Inquiry backs world-first news media code

·3-min read

Australia's world-leading push to force tech giants Google and Facebook to pay for news has received the green light from a Senate committee, paving the way for laws to pass as early as Tuesday.

The bill is listed to be debated in the upper house next week with the coalition keen to forge ahead with the plan despite pressure from tech giants.

The multi-party committee report recommended the bill be passed without amendment, but noted there were risks.

"The committee accepts that there remains the possibility that not all risks have been taken into account, and that further refinement may be needed to the arbitration mechanism and other parts of the code so that they work in an optimum manner," it said.

"Accordingly, the committee strongly supports the 12-month review mechanism built into the legislation."

Despite the concerns raised by various submitters and witnesses, the committee said it was "confident that the bill will deliver on its intended outcomes".

"Its provisions will provide the basis for a more equitable relationship between the media and Google/Facebook and, through this, help safeguard public interest journalism in Australia. Accordingly, the committee recommends that the bill be passed."

Welcoming the report, Treasurer Josh Frydenberg said the laws would create a framework for the parties to reach commercial arrangements, so that news media business are fairly paid for the content they generate and which digital platforms benefit from.

"The government expects all parties to continue to work constructively towards reaching commercial agreements in the spirit of collaboration and good faith encouraged by the code," he said in a statement.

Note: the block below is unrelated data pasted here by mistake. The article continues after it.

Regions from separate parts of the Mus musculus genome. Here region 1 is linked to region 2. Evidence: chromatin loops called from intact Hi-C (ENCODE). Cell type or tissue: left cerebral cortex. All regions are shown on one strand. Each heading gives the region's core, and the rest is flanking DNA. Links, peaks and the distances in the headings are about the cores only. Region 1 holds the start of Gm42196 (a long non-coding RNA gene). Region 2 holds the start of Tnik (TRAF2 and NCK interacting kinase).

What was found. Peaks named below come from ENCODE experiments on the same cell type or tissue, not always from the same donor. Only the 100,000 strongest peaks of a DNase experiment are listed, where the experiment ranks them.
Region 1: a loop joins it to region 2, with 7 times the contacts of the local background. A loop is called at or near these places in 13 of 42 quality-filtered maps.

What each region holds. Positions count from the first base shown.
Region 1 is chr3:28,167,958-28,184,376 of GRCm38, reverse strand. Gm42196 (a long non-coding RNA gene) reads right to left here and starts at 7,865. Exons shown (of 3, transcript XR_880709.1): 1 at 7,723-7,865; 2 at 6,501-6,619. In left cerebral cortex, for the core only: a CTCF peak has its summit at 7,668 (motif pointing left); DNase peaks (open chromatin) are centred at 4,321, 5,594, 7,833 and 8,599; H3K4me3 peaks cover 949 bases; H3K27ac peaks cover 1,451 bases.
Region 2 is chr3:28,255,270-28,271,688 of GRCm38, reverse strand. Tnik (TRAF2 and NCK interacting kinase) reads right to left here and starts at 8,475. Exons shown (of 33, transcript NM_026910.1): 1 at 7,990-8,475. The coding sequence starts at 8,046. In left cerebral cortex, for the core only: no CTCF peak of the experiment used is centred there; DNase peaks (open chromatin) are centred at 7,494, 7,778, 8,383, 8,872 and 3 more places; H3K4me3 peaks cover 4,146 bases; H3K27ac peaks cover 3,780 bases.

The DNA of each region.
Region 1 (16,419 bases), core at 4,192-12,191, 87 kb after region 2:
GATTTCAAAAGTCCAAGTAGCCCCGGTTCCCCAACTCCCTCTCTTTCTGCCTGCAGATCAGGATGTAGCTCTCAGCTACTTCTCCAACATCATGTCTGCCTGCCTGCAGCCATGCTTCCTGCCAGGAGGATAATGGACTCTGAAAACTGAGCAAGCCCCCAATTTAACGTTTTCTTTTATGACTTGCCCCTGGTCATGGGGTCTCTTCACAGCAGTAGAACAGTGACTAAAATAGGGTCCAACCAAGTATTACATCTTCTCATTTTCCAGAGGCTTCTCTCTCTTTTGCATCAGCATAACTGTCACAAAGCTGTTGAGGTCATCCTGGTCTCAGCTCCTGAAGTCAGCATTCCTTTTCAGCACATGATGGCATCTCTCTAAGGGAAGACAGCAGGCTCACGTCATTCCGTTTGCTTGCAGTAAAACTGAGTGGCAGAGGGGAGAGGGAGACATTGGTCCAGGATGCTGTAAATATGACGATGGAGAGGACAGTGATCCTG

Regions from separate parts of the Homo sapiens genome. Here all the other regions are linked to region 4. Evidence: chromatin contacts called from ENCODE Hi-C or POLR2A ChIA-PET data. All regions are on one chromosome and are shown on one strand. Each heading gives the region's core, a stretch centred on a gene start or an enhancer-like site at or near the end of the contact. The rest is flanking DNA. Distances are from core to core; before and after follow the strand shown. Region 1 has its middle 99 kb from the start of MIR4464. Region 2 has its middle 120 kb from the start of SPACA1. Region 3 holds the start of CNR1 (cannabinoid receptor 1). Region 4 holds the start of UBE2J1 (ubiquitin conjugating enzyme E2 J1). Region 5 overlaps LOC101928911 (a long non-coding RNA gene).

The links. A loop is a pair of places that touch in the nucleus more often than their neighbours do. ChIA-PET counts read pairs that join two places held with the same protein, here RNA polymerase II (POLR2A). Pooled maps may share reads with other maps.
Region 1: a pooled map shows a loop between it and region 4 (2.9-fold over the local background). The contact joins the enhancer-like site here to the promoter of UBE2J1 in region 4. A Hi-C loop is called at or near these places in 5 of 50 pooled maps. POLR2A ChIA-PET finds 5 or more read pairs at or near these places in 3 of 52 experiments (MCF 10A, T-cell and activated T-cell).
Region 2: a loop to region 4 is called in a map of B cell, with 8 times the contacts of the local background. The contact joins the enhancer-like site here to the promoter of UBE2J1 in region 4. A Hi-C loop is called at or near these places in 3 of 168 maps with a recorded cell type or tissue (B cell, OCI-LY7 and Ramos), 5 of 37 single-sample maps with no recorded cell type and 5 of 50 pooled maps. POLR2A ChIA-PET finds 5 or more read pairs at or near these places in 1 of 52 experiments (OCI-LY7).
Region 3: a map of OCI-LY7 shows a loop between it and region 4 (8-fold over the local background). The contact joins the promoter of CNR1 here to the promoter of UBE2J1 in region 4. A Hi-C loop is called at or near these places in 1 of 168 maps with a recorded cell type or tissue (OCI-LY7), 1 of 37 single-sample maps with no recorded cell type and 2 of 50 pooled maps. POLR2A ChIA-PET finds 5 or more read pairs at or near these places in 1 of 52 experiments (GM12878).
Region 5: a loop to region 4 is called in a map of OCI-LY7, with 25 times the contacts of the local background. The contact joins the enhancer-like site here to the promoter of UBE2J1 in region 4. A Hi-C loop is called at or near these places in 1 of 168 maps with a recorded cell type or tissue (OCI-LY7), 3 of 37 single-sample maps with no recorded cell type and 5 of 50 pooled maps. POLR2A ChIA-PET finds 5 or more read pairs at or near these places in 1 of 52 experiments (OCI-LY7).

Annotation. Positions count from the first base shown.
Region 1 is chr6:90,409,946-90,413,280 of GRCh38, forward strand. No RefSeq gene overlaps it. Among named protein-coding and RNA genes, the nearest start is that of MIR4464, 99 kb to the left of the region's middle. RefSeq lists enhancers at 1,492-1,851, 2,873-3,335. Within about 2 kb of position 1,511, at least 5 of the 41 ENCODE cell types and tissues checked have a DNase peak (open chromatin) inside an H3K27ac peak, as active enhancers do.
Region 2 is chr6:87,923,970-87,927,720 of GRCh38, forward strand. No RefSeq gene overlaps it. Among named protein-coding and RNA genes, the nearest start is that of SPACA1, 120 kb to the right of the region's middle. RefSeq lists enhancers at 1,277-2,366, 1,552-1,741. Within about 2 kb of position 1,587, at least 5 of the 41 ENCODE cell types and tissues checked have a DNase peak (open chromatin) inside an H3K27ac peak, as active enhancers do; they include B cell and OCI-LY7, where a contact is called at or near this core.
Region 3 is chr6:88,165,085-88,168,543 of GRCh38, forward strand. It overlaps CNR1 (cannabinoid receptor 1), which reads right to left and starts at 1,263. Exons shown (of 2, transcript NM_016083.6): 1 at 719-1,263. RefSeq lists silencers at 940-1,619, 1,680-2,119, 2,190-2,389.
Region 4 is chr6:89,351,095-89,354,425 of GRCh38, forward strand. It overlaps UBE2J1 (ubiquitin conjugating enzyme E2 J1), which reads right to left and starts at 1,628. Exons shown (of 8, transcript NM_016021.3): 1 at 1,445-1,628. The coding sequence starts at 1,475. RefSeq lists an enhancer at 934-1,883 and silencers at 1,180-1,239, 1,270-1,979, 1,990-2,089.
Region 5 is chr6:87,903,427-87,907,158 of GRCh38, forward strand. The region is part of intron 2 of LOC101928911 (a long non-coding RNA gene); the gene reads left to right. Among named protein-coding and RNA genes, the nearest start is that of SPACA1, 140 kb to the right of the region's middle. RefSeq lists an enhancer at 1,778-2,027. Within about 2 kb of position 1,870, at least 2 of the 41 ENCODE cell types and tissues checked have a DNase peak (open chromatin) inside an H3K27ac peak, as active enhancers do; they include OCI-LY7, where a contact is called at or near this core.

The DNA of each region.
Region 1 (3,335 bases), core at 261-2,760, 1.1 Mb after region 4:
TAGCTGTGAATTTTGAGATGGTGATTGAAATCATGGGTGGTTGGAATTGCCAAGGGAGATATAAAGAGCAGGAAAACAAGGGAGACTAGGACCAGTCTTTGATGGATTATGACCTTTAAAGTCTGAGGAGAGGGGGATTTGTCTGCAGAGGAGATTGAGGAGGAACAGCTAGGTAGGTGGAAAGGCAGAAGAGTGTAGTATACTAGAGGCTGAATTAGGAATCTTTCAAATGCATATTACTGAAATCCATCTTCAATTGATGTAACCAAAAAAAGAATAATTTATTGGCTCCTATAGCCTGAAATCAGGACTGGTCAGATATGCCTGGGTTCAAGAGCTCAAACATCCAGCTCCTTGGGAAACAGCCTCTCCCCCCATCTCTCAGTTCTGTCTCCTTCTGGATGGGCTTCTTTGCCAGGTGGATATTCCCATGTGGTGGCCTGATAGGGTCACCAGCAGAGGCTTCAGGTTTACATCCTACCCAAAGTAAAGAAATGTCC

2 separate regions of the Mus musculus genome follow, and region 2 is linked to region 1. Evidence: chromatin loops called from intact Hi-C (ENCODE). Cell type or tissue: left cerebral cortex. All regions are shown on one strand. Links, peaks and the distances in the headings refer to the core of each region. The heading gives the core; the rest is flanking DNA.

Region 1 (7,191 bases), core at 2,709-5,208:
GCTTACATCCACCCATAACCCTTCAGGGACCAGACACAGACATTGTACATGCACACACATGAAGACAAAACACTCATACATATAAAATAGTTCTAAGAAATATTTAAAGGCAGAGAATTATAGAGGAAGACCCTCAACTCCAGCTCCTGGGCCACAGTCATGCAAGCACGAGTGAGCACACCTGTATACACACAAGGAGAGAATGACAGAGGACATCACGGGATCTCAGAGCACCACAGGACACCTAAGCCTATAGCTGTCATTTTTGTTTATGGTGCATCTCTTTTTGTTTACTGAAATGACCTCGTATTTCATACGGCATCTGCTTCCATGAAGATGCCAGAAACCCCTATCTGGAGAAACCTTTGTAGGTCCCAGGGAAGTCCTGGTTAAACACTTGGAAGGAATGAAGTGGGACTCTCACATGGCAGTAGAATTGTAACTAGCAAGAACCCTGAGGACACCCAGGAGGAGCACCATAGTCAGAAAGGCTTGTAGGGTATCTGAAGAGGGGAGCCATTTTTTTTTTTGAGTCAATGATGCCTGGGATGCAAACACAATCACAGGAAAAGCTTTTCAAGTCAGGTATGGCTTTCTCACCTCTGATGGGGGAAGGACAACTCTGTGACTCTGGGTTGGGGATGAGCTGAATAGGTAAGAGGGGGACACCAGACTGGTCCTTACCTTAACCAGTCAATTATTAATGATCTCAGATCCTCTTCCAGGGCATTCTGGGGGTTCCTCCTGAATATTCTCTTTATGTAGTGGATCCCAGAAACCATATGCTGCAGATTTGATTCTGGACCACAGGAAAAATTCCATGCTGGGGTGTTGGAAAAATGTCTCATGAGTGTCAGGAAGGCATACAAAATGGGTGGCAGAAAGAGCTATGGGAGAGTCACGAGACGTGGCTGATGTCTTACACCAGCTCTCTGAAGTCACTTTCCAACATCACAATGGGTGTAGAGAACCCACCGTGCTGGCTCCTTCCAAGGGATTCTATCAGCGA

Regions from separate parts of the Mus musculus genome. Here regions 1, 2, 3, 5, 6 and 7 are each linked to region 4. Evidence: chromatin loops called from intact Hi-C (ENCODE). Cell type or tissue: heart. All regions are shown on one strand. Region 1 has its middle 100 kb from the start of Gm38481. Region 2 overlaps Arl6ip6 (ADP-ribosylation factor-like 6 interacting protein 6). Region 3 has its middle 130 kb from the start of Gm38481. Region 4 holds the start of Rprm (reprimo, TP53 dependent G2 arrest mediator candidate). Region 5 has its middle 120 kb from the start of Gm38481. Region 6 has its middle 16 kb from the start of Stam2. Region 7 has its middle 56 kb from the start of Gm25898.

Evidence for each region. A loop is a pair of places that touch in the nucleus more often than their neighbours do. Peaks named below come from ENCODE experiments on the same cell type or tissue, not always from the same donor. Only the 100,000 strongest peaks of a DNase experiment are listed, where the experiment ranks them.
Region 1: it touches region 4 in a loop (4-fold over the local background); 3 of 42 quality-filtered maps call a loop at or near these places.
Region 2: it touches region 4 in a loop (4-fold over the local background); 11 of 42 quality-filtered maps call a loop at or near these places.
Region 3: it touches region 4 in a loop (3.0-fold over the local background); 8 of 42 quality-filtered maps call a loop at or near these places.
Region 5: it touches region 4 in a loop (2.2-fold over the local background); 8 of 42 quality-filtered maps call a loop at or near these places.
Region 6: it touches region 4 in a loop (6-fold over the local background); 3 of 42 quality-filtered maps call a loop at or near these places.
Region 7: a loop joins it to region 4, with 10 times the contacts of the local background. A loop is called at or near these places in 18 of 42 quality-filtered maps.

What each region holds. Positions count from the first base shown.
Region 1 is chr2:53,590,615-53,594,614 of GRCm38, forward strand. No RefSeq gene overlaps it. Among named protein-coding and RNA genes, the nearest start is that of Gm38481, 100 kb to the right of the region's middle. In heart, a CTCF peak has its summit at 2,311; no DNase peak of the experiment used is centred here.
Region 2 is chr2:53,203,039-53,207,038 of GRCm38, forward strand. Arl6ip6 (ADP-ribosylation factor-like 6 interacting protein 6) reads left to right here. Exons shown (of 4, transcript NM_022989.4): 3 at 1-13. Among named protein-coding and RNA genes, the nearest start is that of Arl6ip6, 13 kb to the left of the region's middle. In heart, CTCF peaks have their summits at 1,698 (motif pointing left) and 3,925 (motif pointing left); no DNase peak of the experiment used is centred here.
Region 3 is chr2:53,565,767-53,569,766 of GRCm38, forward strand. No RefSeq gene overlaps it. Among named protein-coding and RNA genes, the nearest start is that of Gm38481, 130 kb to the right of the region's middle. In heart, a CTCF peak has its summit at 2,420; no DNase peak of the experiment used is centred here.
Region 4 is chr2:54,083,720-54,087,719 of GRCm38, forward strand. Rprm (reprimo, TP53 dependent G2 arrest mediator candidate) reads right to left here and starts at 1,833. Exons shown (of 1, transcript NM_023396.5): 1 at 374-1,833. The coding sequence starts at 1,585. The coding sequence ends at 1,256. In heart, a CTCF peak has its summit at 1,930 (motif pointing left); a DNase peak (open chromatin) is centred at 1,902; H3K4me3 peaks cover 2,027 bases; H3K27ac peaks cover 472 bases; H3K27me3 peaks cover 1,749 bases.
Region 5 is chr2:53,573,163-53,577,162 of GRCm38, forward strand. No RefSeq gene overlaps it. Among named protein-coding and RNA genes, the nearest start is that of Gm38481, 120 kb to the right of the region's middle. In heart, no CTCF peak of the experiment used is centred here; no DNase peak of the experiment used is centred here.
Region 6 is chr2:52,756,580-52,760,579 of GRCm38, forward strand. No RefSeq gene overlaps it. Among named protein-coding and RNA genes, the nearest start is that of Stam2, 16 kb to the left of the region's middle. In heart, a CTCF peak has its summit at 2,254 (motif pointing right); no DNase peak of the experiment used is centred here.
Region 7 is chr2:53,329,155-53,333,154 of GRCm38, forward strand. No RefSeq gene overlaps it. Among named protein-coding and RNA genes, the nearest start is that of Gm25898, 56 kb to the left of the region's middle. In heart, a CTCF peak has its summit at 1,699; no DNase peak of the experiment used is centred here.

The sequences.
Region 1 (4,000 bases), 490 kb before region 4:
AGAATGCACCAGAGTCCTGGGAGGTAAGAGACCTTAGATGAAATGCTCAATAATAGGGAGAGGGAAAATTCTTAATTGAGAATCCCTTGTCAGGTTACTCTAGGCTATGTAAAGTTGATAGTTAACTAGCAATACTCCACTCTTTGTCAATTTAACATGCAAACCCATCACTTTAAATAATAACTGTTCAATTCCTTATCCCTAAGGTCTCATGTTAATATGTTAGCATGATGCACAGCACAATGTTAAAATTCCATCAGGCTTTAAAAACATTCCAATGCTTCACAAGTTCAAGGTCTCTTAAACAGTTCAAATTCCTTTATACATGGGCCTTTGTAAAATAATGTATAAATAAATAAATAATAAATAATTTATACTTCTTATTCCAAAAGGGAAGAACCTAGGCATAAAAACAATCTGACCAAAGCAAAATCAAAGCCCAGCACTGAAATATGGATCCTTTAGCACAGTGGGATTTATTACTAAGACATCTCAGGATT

Labor senators noted in additional comments the government should do more to back public interest journalism including support for the Australian Associated Press newswire "as the key wholesale provider of news in Australia and a critical pillar of media diversity".

"The government's September 2020 announcement of $5 million for AAP was late and inadequate," the senators said.

"The benefits to democracy of an independent wholesale newswire business are many and we urge the government to make appropriate provision for AAP as a matter of priority."

The Greens also called for support for AAP, as well as an amendment to require news organisations to spend the revenue on public interest journalism.

They also want a review after 12 months of the code and its impact on small, independent and start-up publications and journalist job numbers.

During the inquiry, Google made the extraordinary threat to pull out of Australia if the laws were passed.

The Morrison government refused to scrap the laws and raised the prospect of Microsoft's Bing search engine filling a gaping market hole.

But relations between the government and Google appear to have thawed slightly after the search giant's global boss met with the prime minister and treasurer.

After the virtual meeting with Scott Morrison and Mr Frydenberg, Google launched its "news showcase" product that allows users to read content that is often behind paywalls.

The $1.3 billion initiative pays publishers for their editorial judgment to curate news for Google services.